Commentary from Reuters:
By Hassan Kanu
Hassan Kanu writes about access to justice, race, and equality under law. Kanu, who was born in Sierra Leone and grew up in Silver Spring, Maryland, worked in public interest law after graduating from Duke University School of Law. After that, he spent five years reporting on mostly employment law. He lives in Washington, D.C. Reach Kanu at firstname.lastname@example.org
… Judge Miranda Du of the U.S. District Court for the District of Nevada dismissed on Aug. 18 a case against Gustavo Carrillo-Lopez, who was indicted for being in the U.S. after previously being deported. Du held that Carrillo-Lopez had shown that the reentry law was “enacted with a discriminatory purpose and that the law has a disparate impact on Latinx persons.” The government failed to show it “would have been enacted absent racial animus.”
The ruling is a momentous judicial acknowledgment of the plainly racist and nativist underpinnings of laws, like the Immigration and Nationality Act of 1952, that criminalize reentry. It marks a rare admission by the courts that foundational elements of the federal immigration machinery – enforcement processes we now take for granted – actually clash with constitutional equal protection guarantees,
After all, the 14th Amendment clearly states that “equal protection of the laws” means that all Mexican nationals have the right to immigrate to the United States and receive affirmative action privileges while white American citizens don’t have the right to pass laws against that.
and perpetuate a stigmatizing disparate impact on Latinos and Hispanic people.
It’s also a recognition that courts can and should strike down laws motivated by bias, especially given the prevalence of approaches to law enforcement that are inextricably linked to race and identity, like drug-crime sentencing.
And murder. And rape.
Moreover, Mr. Carillo-Lopez is (as far as the U.S. legal system officially knows) a nonviolent heroin and cocaine smuggler. Nonviolent.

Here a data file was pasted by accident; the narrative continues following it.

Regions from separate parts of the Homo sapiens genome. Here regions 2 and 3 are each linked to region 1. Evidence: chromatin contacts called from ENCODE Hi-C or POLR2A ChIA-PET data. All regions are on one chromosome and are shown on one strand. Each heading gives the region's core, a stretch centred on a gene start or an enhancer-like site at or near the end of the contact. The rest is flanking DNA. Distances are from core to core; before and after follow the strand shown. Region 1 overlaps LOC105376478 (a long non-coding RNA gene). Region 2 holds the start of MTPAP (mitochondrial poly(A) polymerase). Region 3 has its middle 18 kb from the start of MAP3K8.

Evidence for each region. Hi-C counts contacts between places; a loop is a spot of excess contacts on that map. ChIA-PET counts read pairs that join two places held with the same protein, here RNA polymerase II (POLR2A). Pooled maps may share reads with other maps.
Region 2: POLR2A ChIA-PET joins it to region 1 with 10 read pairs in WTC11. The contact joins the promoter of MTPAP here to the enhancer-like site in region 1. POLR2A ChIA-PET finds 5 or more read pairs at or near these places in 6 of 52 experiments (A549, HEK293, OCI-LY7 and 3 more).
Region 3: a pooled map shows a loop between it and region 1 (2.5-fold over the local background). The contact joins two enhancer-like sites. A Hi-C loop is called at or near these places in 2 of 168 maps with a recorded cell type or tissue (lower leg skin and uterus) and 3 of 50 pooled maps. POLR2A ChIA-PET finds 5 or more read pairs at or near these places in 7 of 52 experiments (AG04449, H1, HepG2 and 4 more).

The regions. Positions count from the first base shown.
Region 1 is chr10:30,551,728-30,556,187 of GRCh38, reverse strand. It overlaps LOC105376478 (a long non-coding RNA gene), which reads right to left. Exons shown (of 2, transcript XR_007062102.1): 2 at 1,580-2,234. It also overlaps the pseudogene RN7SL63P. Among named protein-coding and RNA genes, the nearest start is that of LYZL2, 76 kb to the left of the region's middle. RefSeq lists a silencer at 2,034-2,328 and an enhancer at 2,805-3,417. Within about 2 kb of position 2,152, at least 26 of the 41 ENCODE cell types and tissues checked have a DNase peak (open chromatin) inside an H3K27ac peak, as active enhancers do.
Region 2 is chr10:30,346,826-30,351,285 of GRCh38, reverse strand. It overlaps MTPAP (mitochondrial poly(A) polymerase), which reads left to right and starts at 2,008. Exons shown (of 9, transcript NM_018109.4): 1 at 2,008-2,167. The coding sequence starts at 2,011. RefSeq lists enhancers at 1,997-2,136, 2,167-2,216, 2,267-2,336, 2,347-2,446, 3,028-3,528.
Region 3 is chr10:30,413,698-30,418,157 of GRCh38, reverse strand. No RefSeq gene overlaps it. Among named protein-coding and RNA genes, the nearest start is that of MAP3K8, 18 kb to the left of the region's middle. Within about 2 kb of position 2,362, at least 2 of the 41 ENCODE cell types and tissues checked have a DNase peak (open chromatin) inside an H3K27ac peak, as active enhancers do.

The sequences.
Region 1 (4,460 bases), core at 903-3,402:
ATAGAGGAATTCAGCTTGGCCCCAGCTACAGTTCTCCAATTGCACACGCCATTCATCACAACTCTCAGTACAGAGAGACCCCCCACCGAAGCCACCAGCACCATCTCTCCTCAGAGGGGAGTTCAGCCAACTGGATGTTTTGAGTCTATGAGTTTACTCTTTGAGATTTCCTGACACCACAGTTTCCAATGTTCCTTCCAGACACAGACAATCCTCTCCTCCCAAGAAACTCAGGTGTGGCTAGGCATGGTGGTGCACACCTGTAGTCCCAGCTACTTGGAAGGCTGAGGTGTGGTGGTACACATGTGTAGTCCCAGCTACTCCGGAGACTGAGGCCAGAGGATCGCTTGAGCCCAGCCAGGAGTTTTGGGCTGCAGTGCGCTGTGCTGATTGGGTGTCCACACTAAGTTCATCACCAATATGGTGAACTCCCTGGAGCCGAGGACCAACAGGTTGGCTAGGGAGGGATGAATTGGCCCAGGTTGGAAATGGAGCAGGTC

Ahilan Arulanantham, professor and co-director of the Center for Immigration Law and Policy at the University of California, Los Angeles School of Law, told me the ruling is significant culturally because it airs out “incredible archival and legislative history of these laws, which is really very sordid and just racist.”
As Ahilan Arulanantham points out, how dare white American citizens racistly use the democratic process to privilege themselves and their posterity when Ahilan Arulanantham has dozens of cousins who haven’t moved here yet.
… That history was laid out in Carrillo-Lopez’s case by UCLA historian Kelly Lytle Hernandez and Benjamin Gonzalez O’Brien, a political scientist at San Diego State University.
… I asked Gonzalez O’Brien whether it’s fair to say that it’s generally accepted among historians and political scientists that U.S. immigration laws of today have racist underpinnings.
“Yeah, because if you look at that history in this country, it’s fundamentally impossible to separate race and racism from immigration policing,” Gonzalez O’Brien said. “The desire to shape the racial and cultural characteristics of this country is deeply intertwined with our immigration policy.”
And Lytle Hernandez would tell you the same thing.
In fact, Miranda Du, Hassan Kanu, Ahilan Arulanantham, Benjamin Gonzalez O’Brien, and Kelly Lytle Hernandez would all point out that there is nothing worse than white American citizens using immigration policy to shape the racial and cultural characteristics of this country.
On the other hand, there is nothing better than Miranda Du, Hassan Kanu, Ahilan Arulanantham, Benjamin Gonzalez O’Brien, and Kelly Lytle Hernandez using immigration policy to shape the racial and cultural characteristics of this country.
Look, it’s really simple: there is bad white racism and there is good anti-white racism. Is that so hard to understand?